How Important is Sleep for Your Child?

July 10, 2015 Updated: June 23, 2016

One of the most surprising things that I have experienced about living in Hong Kong is how late children get to bed at night. The newspapers often do articles about the seriousness of sleep deprivation. Apparently it is a chronic and pressing problem. The reasons are partly due, say many parents, to the amount of homework given, to the number of tutoring classes the students attend outside of school, and to the late arrival times of the parents from their work places at night.

I am sharing with you some information I have gleaned from the experts on the subject.

How much sleep does my child need?
It depends on the age and other personal characteristics. Most infants and toddlers need 12 to 14 hours of sleep a day. This gradually decreases as they give up their daily nap and sleep progressively fewer hours at night. The chart included here offers general guide lines. Keep in mind, though that these are only averages and some children might need more and some less than others their age.

261.How Children Learn Best

How can I tell if my child is sleep deprived?

A cranky disposition, a low frustration point, a tendency to throw tantrums, and hyperactivity can all signal that your child isn’t getting enough sleep. With some kids, though, the behavioural signs are more subtle. If your child seems even-tempered, but has trouble waking every morning, sleeps in whenever she has the chance, or falls asleep in the afternoon, she probably needs more z’s.

Some kids fall asleep every time they get in the car or whenever they sit down to watch TV. Others can’t even wait for an appropriate venue. In a survey conducted by the National Sleep Foundation, 15 per cent of kids were reported falling asleep at school. They often fall asleep during tutorings.

My child seems to get enough sleep, but has trouble getting up in the morning. Why?

The sleep chart offers only general guidelines. If your 9-year-old sleeps 10 hours at night, but still hates to rise and shine, maybe she needs closer to 11 hours. Or maybe she gets the right quantity, but the quality of her sleep isn’t up to par.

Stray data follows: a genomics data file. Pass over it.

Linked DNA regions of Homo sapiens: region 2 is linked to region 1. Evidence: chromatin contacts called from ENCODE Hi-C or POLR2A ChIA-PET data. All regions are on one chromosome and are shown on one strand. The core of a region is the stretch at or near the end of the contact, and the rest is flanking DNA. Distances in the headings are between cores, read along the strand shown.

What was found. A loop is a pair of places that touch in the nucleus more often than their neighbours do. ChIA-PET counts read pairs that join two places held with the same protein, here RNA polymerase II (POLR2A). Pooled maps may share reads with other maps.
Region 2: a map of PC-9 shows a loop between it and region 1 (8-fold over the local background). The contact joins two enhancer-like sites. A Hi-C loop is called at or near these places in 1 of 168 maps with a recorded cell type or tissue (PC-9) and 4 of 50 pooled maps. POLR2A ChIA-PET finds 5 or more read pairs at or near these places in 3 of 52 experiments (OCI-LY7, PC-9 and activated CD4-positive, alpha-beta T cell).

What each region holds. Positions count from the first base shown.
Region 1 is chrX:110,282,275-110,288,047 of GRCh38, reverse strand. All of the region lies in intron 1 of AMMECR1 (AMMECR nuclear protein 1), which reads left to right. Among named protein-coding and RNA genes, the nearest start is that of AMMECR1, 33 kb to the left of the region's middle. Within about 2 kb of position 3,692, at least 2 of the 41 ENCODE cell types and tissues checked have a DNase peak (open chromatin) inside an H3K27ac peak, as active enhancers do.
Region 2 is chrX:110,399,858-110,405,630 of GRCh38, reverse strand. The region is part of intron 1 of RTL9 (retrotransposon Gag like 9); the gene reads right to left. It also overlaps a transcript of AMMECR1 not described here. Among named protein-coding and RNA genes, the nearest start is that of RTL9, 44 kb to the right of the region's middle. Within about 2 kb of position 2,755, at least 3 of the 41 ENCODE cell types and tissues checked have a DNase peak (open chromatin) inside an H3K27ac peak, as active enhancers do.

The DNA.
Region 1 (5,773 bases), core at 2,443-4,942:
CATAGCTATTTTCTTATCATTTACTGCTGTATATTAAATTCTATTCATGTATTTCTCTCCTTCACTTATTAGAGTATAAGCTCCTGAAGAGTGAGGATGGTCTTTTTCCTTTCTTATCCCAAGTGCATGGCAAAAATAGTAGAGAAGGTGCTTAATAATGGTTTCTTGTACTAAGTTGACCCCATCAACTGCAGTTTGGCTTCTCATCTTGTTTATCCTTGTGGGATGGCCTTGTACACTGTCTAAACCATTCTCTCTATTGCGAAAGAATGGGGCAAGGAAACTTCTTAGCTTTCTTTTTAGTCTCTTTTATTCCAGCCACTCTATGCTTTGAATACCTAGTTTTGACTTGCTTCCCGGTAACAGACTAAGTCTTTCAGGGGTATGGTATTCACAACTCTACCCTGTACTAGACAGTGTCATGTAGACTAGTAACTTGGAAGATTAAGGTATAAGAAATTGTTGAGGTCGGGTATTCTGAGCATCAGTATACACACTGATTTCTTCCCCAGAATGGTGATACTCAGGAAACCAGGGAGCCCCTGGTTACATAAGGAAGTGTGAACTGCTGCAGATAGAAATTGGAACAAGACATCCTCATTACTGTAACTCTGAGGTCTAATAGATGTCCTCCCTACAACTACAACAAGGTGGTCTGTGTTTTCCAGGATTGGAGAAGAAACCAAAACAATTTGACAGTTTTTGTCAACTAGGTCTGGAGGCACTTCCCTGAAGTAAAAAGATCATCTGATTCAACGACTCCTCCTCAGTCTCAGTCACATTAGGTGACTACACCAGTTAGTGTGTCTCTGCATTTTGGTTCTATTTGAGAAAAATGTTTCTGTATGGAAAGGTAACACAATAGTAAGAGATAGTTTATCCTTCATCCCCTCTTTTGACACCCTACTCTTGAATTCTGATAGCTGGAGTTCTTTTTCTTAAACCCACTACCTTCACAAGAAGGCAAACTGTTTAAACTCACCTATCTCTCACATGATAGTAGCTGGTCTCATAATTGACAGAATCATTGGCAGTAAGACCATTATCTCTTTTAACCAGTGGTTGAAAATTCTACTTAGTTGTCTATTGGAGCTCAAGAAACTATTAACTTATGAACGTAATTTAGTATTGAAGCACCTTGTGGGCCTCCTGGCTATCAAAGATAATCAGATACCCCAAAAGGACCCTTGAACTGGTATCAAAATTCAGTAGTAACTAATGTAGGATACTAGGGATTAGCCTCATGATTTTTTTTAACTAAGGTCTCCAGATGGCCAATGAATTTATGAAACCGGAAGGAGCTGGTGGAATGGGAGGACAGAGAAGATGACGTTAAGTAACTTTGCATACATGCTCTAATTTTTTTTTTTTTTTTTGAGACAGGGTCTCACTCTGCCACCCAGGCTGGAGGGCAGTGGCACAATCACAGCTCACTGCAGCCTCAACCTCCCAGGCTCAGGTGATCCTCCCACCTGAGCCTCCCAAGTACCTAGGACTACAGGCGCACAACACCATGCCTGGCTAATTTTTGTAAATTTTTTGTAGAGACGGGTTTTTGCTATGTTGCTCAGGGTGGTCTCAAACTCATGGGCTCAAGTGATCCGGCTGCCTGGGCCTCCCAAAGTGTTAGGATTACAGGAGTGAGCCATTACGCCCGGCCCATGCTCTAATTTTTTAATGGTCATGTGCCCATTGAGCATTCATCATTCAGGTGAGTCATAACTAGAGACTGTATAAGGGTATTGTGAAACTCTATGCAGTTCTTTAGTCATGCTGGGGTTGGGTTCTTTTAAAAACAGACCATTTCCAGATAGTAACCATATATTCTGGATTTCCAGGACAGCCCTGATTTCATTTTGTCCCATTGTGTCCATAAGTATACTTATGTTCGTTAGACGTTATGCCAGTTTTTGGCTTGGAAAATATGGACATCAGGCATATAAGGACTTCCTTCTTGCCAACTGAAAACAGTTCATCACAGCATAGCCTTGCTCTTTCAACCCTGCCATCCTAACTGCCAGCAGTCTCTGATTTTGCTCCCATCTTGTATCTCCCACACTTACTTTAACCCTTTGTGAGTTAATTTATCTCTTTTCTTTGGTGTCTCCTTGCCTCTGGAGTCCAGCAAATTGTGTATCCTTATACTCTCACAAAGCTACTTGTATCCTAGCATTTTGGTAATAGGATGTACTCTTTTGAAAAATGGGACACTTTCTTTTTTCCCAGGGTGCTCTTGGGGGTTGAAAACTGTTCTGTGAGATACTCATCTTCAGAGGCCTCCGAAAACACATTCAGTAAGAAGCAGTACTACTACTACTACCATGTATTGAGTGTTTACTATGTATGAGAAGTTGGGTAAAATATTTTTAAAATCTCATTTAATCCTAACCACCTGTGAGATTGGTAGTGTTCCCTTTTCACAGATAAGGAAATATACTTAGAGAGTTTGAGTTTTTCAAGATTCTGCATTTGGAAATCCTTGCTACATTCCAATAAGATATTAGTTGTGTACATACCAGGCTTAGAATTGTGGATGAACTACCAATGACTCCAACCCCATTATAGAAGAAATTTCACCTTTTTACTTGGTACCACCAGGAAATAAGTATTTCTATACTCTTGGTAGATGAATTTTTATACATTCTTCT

One possible cause is sleep apnea, which affects 2 per cent of children. This is a serious sleep disorder that can cause your child’s upper airway passages to become blocked repeatedly during the night making it difficult for her to breathe. You might hear snoring or brief periods of quiet interspersed with snoring. Each time the airway is blocked, she wakes enough to shift position, interrupting her sleep. If you think your child might suffer from sleep apnea, talk to her pediatrician.

How does sleep deprivation affect my child?
In addition to the behavioural changes noted above, your youngster’s grades may be affected. Some studies suggest that kids who get poor grades sleep less than those who get A’s and B’s. At the very least, your child’s teacher might label her as lazy or a slow learner if she’s half asleep during class.

How can I get my night owl to bed earlier?

If your child doesn’t already have a bedtime routine, establish one. Choose a time close to the hour that she goes to sleep now. Bedtime should be relaxed, a way for the body to slow down and prepare to sleep. A bath, a story, some quiet time with you… these will all become signals for her that the day has ended. Once you have the routine down, move it up a few minutes every evening until she is going to bed at a reasonable hour and waking easily in the morning.

An adolescent is likely to give you more grief about bedtime. At this stage, a child’s life is more complex, with more demands on her time: homework, a social life, after-school activities, perhaps a part-time job. She also wants to exert her independence and bedtime is an area where she can do that. What’s more, some sleep researchers believe that a teen’s sleep schedule shifts later naturally, so there may be a biological reason for staying up late.

Unfortunately, teenagers still have to get up for school. While you can’t change her biological tendencies, you can help her get some sleep. If she’s not tired at night, insist that she still get ready for bed at a regular time. Suggest that she read a book rather than chat online or watch TV. Wake her at the same time every morning, even on Saturdays and Sundays, so that she’s more likely to be sleepy at night. Also, make sure your child avoids caffeine late in the day, since it can interfere with sleep.

If my child doesn’t get enough sleep during the week, can she catch up on the weekend?
Research shows that many adolescents are racking up a 2-hour deficit every weeknight. That means 10 extra hours of sleep are needed by each weekend, which leaves very little time for other activities. Even if your child can catch up by sleeping in, it’s not a good idea. If she sleeps late on Saturday and Sunday, she’s probably not going to be tired Sunday evening, so she’ll start that week off on the wrong foot.

There is NEVER a choice about what time to go to bed. As Barbara Coloroso, behaviour expert says, there is only a choice of whether to wear your red pajamas or the blue pajamas—the important thing is getting a proper sleep.

The bottom line as parents, your child just cannot learn effectively if he or she is tired and does not get a enough sleep!

Pat Kozyra is the author of “Tips and Tidbits For Parents and Teachers—celebrating 50 years in the classroom and sharing what I have learned”. It is available at books, Barnes and, bumps to babes stores in Hong Kong, Swindon Books, Kelly and Walsh (Pacific Place) and Beachside Bookstore in Stanley. You are welcomed to ask advice on a teaching or parenting issue by writing to